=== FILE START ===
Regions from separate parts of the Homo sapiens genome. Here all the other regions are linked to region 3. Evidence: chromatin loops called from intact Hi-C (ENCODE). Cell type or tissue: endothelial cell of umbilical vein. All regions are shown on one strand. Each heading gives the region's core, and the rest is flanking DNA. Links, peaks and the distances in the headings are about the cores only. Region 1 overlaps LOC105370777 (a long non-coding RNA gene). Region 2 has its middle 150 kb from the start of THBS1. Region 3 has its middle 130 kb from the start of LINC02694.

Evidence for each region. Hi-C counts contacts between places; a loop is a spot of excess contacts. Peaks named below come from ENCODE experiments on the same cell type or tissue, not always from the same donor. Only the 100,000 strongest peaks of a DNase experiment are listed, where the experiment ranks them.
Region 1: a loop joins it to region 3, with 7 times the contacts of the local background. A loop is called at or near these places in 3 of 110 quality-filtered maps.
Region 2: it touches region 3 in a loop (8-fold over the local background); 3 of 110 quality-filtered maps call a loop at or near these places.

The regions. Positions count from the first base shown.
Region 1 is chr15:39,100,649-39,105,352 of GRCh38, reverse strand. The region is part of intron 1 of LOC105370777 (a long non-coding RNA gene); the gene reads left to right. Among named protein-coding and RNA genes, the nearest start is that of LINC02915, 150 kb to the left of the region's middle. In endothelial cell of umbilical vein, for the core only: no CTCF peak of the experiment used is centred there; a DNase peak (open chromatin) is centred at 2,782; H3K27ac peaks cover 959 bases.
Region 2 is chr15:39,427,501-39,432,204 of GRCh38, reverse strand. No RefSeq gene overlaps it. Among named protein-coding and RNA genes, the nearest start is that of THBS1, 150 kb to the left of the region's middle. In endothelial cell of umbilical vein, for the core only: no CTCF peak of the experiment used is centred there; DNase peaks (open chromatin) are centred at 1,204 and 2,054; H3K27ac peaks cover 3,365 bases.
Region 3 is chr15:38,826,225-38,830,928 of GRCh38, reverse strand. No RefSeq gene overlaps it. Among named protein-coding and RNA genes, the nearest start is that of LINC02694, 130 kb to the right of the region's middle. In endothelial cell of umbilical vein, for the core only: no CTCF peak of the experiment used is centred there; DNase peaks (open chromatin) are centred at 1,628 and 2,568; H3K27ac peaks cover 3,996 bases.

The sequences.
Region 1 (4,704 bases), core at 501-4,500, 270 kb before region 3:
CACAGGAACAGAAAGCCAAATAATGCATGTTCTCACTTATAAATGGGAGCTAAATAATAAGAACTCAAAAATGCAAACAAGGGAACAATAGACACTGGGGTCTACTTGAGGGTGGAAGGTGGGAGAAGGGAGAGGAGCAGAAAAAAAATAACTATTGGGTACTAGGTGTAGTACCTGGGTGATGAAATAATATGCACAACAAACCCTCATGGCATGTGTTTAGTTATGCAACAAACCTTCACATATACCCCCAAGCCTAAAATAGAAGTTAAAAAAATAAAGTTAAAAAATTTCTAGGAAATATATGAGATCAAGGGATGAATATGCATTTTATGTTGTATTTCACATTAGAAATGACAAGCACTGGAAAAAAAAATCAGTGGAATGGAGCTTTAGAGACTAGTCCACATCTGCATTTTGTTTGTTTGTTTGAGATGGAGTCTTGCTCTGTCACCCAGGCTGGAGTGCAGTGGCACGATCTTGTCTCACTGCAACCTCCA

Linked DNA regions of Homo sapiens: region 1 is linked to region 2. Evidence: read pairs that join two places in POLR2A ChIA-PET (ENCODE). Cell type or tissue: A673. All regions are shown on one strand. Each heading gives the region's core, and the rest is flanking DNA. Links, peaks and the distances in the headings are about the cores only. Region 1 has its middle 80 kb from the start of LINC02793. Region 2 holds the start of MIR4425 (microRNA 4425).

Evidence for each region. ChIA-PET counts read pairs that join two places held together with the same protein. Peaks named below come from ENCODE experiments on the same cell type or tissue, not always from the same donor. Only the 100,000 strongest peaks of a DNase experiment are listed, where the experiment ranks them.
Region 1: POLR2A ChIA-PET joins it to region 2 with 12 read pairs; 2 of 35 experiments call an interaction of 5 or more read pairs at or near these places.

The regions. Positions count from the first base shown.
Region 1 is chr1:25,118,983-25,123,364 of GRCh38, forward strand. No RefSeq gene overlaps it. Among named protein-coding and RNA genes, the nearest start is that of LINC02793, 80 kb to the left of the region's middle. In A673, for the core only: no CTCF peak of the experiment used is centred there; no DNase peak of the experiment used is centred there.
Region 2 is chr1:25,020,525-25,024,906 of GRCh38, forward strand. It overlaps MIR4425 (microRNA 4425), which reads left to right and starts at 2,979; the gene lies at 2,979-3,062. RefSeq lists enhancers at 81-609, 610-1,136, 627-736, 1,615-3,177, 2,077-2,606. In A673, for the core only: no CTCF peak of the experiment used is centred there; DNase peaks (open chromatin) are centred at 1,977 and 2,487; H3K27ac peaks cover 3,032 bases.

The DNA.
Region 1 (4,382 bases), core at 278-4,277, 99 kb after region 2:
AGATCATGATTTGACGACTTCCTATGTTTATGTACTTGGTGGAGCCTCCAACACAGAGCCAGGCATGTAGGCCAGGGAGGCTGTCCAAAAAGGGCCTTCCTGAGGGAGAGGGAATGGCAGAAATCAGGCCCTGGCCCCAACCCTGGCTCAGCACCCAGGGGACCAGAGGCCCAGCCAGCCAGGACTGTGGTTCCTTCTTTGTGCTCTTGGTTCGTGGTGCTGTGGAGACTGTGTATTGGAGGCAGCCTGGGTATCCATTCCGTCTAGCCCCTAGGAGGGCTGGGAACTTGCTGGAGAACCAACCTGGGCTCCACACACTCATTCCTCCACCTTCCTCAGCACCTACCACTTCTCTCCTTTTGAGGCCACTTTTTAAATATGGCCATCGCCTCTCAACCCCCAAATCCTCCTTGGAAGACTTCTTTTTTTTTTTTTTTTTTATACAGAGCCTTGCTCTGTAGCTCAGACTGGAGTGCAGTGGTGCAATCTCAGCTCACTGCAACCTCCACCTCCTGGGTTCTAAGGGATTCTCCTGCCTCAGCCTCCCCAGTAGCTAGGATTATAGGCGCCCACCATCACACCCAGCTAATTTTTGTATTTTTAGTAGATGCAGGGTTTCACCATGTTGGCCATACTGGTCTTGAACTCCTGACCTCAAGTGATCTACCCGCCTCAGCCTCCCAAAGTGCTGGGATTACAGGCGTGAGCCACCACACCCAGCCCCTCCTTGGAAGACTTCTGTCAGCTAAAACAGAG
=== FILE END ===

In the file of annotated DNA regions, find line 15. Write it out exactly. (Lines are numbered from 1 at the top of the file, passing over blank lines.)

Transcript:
The regions. Positions count from the first base shown.